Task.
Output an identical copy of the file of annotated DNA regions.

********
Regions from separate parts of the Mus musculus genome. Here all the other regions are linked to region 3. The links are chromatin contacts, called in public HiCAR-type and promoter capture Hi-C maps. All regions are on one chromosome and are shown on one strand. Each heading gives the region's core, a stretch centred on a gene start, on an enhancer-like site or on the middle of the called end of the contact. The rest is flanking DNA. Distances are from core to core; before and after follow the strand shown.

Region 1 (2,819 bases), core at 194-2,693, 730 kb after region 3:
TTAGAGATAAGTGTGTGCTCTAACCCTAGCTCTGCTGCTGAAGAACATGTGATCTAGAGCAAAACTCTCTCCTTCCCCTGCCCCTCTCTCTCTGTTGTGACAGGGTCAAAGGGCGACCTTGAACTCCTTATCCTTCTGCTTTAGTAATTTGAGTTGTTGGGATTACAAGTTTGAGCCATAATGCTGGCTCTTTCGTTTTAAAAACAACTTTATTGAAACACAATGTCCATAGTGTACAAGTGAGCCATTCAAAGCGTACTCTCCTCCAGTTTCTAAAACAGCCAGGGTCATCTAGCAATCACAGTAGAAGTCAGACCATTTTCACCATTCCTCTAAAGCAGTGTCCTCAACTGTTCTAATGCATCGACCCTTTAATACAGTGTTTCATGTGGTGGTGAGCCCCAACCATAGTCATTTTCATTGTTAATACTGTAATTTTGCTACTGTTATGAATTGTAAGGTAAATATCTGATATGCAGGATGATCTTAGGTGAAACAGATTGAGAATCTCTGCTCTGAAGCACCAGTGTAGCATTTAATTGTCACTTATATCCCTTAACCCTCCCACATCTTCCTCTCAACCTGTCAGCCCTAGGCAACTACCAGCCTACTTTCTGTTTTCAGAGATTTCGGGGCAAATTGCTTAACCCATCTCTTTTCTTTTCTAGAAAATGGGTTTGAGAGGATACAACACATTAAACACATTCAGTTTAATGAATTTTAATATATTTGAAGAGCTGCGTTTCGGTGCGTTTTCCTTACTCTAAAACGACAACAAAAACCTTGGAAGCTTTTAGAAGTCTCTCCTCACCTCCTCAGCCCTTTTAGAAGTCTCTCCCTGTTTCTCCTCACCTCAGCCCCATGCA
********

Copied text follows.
Regions from separate parts of the Mus musculus genome. Here all the other regions are linked to region 3. The links are chromatin contacts, called in public HiCAR-type and promoter capture Hi-C maps. All regions are on one chromosome and are shown on one strand. Each heading gives the region's core, a stretch centred on a gene start, on an enhancer-like site or on the middle of the called end of the contact. The rest is flanking DNA. Distances are from core to core; before and after follow the strand shown.

Region 1 (2,819 bases), core at 194-2,693, 730 kb after region 3:
TTAGAGATAAGTGTGTGCTCTAACCCTAGCTCTGCTGCTGAAGAACATGTGATCTAGAGCAAAACTCTCTCCTTCCCCTGCCCCTCTCTCTCTGTTGTGACAGGGTCAAAGGGCGACCTTGAACTCCTTATCCTTCTGCTTTAGTAATTTGAGTTGTTGGGATTACAAGTTTGAGCCATAATGCTGGCTCTTTCGTTTTAAAAACAACTTTATTGAAACACAATGTCCATAGTGTACAAGTGAGCCATTCAAAGCGTACTCTCCTCCAGTTTCTAAAACAGCCAGGGTCATCTAGCAATCACAGTAGAAGTCAGACCATTTTCACCATTCCTCTAAAGCAGTGTCCTCAACTGTTCTAATGCATCGACCCTTTAATACAGTGTTTCATGTGGTGGTGAGCCCCAACCATAGTCATTTTCATTGTTAATACTGTAATTTTGCTACTGTTATGAATTGTAAGGTAAATATCTGATATGCAGGATGATCTTAGGTGAAACAGATTGAGAATCTCTGCTCTGAAGCACCAGTGTAGCATTTAATTGTCACTTATATCCCTTAACCCTCCCACATCTTCCTCTCAACCTGTCAGCCCTAGGCAACTACCAGCCTACTTTCTGTTTTCAGAGATTTCGGGGCAAATTGCTTAACCCATCTCTTTTCTTTTCTAGAAAATGGGTTTGAGAGGATACAACACATTAAACACATTCAGTTTAATGAATTTTAATATATTTGAAGAGCTGCGTTTCGGTGCGTTTTCCTTACTCTAAAACGACAACAAAAACCTTGGAAGCTTTTAGAAGTCTCTCCTCACCTCCTCAGCCCTTTTAGAAGTCTCTCCCTGTTTCTCCTCACCTCAGCCCCATGCA